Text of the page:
Dial 112 for emergency assistance.
The following numbers are also available for specific emergency services:
- 113 for police
- 115 in case of fire
- 118 for ambulance
It is the sole prerogative of every country or territory to determine who is allowed to enter or exit. Canadian consular officials cannot intervene on your behalf if you do not meet entry or exit requirements. The following information has been obtained from the Italian authorities and is subject to change at any time. The country- or territory-specific entry/exit requirements are provided on this page for information purposes only. While every effort is made to provide accurate information, information contained here is provided on an "as is" basis without warranty of any kind, express or implied. The Government of Canada assumes no responsibility, and shall not be liable for any damages in connection to the information provided. It is your responsibility to check with the Embassy of the Italian Republic or one of its consulates for up-to-date information.
Official (special and diplomatic) passport holders must consult the Official Travel page, as they may be subject to different entry requirements.
Canadians must present a passport which must be valid for at least three months beyond the date of their expected departure from the Schengen area. Before you leave, ask your transportation company about its requirements related to passport validity, which may be more stringent than the country's entry rules.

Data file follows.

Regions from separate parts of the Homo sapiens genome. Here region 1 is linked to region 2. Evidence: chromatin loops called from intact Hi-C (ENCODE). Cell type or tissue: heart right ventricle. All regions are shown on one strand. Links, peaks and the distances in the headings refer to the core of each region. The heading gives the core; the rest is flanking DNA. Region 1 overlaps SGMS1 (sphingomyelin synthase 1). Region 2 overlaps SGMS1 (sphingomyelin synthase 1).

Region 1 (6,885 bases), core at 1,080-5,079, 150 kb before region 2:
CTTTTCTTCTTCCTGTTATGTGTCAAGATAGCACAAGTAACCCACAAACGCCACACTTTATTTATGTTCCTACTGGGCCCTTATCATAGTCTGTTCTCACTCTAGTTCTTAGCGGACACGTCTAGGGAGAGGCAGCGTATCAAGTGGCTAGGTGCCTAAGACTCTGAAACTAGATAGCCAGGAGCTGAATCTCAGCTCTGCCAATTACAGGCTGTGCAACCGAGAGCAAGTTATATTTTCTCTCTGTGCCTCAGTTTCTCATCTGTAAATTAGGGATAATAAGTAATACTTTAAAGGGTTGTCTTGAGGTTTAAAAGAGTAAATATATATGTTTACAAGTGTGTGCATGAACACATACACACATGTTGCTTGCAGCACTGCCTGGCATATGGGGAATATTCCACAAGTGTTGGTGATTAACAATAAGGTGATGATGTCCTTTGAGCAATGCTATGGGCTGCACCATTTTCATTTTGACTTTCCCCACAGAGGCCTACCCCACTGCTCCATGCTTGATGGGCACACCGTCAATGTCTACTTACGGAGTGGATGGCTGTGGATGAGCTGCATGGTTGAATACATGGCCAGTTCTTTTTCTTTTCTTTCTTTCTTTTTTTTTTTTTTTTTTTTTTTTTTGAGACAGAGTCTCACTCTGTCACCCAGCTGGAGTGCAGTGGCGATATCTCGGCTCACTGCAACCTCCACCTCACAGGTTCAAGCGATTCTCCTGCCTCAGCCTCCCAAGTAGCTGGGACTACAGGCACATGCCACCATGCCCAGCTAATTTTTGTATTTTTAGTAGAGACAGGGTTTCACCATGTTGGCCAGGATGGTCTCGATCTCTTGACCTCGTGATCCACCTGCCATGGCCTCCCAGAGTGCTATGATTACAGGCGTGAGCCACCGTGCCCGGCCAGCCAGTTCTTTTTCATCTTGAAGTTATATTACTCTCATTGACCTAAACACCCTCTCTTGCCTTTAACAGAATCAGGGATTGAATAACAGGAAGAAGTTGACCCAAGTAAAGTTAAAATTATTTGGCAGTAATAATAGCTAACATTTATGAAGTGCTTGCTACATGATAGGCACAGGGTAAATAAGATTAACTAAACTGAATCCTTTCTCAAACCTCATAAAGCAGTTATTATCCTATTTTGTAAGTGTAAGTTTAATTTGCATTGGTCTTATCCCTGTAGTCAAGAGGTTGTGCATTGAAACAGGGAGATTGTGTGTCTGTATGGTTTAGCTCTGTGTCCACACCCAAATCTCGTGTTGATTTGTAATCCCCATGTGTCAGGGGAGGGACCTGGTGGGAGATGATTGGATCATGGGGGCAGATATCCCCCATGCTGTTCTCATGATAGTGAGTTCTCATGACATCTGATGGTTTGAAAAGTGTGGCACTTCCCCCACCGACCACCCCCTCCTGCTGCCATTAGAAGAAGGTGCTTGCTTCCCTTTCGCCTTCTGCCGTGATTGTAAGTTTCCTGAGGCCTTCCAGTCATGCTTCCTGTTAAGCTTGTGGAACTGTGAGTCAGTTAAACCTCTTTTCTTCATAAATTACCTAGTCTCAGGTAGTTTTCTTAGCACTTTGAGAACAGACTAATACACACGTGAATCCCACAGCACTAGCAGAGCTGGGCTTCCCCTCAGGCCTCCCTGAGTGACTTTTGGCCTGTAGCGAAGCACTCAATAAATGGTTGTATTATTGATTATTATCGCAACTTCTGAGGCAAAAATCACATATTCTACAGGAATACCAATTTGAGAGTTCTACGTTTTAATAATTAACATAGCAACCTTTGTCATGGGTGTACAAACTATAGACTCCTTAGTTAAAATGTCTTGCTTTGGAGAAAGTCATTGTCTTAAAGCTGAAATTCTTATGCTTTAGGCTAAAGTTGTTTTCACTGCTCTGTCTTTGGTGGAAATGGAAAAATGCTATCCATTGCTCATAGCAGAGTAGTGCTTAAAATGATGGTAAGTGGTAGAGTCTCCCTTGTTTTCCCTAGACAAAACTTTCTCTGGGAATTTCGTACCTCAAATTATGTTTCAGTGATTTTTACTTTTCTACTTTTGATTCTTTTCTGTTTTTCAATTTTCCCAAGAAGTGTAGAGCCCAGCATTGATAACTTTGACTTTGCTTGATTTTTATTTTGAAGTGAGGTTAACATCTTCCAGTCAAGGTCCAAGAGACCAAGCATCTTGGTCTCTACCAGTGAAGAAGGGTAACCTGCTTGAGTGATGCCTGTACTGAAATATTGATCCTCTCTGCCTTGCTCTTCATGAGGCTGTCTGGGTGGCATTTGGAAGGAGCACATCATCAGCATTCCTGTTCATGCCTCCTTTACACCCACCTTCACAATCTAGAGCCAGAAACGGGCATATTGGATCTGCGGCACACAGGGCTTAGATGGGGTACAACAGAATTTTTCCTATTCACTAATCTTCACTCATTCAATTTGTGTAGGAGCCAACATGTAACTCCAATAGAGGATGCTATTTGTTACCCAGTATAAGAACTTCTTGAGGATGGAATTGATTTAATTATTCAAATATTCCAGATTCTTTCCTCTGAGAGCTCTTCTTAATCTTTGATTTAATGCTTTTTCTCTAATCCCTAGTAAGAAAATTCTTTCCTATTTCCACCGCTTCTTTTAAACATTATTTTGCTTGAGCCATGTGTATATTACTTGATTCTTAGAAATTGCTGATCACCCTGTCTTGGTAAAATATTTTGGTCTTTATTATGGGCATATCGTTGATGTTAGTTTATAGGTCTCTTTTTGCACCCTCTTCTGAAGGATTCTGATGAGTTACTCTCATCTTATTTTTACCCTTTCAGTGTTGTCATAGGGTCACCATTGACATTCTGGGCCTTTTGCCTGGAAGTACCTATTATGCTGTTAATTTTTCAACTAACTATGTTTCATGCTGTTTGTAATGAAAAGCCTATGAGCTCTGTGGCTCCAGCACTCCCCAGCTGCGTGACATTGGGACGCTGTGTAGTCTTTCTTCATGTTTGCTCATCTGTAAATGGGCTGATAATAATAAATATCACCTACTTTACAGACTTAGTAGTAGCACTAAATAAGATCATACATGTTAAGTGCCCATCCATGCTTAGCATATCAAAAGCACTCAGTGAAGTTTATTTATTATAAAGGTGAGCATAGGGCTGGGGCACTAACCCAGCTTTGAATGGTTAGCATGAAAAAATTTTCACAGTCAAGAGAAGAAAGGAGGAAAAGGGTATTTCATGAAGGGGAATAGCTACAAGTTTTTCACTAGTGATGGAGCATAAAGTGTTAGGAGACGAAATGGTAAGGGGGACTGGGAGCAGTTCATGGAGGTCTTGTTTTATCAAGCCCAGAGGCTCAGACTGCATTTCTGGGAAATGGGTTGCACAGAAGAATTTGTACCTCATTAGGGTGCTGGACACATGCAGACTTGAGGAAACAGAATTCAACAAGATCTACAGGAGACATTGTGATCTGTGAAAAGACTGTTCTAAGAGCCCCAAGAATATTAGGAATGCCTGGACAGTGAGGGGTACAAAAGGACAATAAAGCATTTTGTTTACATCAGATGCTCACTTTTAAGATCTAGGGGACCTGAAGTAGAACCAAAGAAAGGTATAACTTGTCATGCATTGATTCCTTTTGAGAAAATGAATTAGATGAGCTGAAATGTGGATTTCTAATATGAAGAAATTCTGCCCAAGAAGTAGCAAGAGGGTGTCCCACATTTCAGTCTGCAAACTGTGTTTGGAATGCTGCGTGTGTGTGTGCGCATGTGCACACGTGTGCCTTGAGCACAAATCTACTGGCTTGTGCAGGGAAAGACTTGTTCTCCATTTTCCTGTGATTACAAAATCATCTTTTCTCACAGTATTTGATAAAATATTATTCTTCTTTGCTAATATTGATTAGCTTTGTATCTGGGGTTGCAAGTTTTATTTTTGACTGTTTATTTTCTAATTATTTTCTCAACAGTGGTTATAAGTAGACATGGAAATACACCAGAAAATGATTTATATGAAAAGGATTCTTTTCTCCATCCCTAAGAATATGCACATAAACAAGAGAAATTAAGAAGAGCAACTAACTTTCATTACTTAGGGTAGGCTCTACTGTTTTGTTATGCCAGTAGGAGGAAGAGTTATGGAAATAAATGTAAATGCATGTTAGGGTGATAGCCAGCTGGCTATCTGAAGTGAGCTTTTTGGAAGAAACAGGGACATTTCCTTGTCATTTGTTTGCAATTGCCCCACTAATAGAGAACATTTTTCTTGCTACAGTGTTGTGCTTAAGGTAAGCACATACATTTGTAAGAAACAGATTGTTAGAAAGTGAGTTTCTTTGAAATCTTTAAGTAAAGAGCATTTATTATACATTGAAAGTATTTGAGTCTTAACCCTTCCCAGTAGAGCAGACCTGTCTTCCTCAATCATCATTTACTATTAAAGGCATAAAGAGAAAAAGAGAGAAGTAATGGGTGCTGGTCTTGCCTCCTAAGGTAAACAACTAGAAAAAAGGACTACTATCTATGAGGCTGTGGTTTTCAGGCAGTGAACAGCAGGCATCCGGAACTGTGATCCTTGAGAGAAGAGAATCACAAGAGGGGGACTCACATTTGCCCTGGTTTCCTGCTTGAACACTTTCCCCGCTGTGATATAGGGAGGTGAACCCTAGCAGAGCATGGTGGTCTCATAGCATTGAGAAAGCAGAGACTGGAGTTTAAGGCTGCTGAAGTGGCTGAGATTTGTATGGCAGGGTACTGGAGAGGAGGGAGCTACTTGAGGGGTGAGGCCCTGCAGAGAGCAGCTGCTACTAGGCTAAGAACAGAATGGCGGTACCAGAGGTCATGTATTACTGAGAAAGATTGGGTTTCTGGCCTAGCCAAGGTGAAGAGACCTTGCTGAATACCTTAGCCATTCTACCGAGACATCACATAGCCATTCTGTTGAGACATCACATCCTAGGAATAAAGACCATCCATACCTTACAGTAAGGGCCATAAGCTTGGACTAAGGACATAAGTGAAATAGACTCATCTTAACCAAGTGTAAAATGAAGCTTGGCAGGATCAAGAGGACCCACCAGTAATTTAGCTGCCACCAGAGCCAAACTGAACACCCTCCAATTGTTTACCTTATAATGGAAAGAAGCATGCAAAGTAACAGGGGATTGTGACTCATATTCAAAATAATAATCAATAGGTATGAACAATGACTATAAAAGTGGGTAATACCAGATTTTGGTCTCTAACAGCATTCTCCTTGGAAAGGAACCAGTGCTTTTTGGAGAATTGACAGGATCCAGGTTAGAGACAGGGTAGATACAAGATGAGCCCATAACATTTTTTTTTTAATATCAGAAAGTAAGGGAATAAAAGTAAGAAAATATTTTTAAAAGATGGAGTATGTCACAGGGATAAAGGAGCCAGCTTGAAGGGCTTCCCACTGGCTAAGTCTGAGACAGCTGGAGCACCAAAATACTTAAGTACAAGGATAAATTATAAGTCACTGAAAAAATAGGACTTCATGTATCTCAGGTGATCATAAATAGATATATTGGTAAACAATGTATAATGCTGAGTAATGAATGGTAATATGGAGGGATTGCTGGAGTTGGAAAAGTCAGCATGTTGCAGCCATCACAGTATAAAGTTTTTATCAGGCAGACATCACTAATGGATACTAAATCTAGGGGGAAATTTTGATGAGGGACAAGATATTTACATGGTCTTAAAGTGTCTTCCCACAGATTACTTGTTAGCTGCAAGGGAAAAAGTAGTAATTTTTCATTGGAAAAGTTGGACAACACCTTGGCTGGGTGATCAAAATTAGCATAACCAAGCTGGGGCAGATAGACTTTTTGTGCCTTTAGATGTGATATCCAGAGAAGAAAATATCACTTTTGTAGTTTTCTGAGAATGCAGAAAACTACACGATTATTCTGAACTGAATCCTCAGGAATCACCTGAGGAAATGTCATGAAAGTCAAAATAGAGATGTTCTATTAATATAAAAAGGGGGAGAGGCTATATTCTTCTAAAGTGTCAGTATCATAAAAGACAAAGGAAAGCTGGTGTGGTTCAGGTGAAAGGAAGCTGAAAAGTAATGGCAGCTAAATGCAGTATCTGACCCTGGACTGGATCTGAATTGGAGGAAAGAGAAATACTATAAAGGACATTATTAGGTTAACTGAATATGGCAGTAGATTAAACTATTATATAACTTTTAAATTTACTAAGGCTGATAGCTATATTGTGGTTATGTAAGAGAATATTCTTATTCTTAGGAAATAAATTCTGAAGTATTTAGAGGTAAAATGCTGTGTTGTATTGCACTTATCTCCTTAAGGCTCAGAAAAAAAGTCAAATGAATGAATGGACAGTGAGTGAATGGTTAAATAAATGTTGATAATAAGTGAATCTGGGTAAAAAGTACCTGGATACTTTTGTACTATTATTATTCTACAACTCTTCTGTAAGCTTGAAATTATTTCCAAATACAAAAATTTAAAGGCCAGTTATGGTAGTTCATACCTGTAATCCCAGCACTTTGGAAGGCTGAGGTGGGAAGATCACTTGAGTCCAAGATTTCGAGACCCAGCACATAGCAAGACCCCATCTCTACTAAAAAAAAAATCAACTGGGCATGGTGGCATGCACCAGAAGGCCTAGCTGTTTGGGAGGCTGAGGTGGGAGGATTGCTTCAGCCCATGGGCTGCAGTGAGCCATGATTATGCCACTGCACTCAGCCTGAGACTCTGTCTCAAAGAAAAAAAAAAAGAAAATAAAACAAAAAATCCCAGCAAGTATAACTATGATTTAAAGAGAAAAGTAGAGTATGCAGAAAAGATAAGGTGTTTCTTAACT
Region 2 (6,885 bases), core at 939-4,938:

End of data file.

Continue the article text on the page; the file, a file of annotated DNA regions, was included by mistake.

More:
Customs officials may ask you to show them a return ticket, proof of the purpose of your visit to Italy and/or proof of sufficient funds for your stay. Having more than one source of funds (for example, cash, traveller's cheques, credit card, bank card) is recommended.
Tourist Visa: Not required for stays up to 90 days*
Business Visa: Not required for stays up 90 days*
Work Visa: Required
Student Visa: Required
* The 90 days begin upon initial entry into any country of the Schengen area.
The following 26 countries comprise the Schengen Area: Austria, Belgium, the Czech Republic, Denmark, Estonia, Finland, France, Germany, Greece, Hungary, Iceland, Italy, Latvia, Liechtenstein, Lithuania, Luxembourg, Malta, the Netherlands, Norway, Poland, Portugal, Slovakia, Slovenia, Spain, Sweden, and Switzerland.
The Schengen area has common rules regarding visas and controls at external borders.
You do not need visas for short-term visits of up to 90 days within a six-month period. Your stays are cumulative, and include visits to any country within the Schengen area. Some countries require that you register with local authorities within three working days of your arrival.
It is important to get your passport stamped when entering the Schengen area. The absence of an entry stamp from the initial Schengen port of entry could create difficulties during subsequent encounters with local police or other authorities throughout the Schengen area.
After 90 days of stay in the Schengen area, you must leave for another 90 days before you can re-enter.
If you overstay the permitted 90 days in the Schengen area, you may be fined or deported. To visit for longer than 90 days, you must obtain a long-stay national visa.